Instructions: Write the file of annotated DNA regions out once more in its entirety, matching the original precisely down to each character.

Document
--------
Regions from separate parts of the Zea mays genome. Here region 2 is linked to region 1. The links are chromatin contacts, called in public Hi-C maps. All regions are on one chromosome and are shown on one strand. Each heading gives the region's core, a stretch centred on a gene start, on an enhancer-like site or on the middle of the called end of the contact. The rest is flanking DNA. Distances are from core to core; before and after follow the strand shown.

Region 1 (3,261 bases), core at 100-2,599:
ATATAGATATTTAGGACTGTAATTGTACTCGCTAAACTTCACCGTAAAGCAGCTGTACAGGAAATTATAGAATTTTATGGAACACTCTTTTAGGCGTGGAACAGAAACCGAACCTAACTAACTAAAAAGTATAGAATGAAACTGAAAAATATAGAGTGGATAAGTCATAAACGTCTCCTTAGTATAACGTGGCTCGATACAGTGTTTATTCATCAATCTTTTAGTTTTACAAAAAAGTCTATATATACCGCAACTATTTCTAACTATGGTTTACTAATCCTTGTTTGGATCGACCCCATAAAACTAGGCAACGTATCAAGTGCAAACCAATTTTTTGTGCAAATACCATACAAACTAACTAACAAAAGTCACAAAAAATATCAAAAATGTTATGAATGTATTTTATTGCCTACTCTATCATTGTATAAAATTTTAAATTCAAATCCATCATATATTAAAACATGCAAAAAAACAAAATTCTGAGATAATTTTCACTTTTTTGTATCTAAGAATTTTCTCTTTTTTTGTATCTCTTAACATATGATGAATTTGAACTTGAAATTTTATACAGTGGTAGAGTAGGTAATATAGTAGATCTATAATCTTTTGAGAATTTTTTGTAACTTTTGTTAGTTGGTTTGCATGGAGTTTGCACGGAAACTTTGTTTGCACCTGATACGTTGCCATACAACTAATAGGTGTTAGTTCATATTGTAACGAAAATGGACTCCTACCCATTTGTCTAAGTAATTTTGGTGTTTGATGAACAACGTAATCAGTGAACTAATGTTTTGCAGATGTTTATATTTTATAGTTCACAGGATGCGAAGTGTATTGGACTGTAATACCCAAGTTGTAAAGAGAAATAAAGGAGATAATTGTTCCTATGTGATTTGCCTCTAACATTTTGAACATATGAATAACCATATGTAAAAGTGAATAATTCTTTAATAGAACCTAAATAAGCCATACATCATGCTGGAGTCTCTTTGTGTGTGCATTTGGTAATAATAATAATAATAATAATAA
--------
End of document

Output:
Regions from separate parts of the Zea mays genome. Here region 2 is linked to region 1. The links are chromatin contacts, called in public Hi-C maps. All regions are on one chromosome and are shown on one strand. Each heading gives the region's core, a stretch centred on a gene start, on an enhancer-like site or on the middle of the called end of the contact. The rest is flanking DNA. Distances are from core to core; before and after follow the strand shown.

Region 1 (3,261 bases), core at 100-2,599:
ATATAGATATTTAGGACTGTAATTGTACTCGCTAAACTTCACCGTAAAGCAGCTGTACAGGAAATTATAGAATTTTATGGAACACTCTTTTAGGCGTGGAACAGAAACCGAACCTAACTAACTAAAAAGTATAGAATGAAACTGAAAAATATAGAGTGGATAAGTCATAAACGTCTCCTTAGTATAACGTGGCTCGATACAGTGTTTATTCATCAATCTTTTAGTTTTACAAAAAAGTCTATATATACCGCAACTATTTCTAACTATGGTTTACTAATCCTTGTTTGGATCGACCCCATAAAACTAGGCAACGTATCAAGTGCAAACCAATTTTTTGTGCAAATACCATACAAACTAACTAACAAAAGTCACAAAAAATATCAAAAATGTTATGAATGTATTTTATTGCCTACTCTATCATTGTATAAAATTTTAAATTCAAATCCATCATATATTAAAACATGCAAAAAAACAAAATTCTGAGATAATTTTCACTTTTTTGTATCTAAGAATTTTCTCTTTTTTTGTATCTCTTAACATATGATGAATTTGAACTTGAAATTTTATACAGTGGTAGAGTAGGTAATATAGTAGATCTATAATCTTTTGAGAATTTTTTGTAACTTTTGTTAGTTGGTTTGCATGGAGTTTGCACGGAAACTTTGTTTGCACCTGATACGTTGCCATACAACTAATAGGTGTTAGTTCATATTGTAACGAAAATGGACTCCTACCCATTTGTCTAAGTAATTTTGGTGTTTGATGAACAACGTAATCAGTGAACTAATGTTTTGCAGATGTTTATATTTTATAGTTCACAGGATGCGAAGTGTATTGGACTGTAATACCCAAGTTGTAAAGAGAAATAAAGGAGATAATTGTTCCTATGTGATTTGCCTCTAACATTTTGAACATATGAATAACCATATGTAAAAGTGAATAATTCTTTAATAGAACCTAAATAAGCCATACATCATGCTGGAGTCTCTTTGTGTGTGCATTTGGTAATAATAATAATAATAATAATAA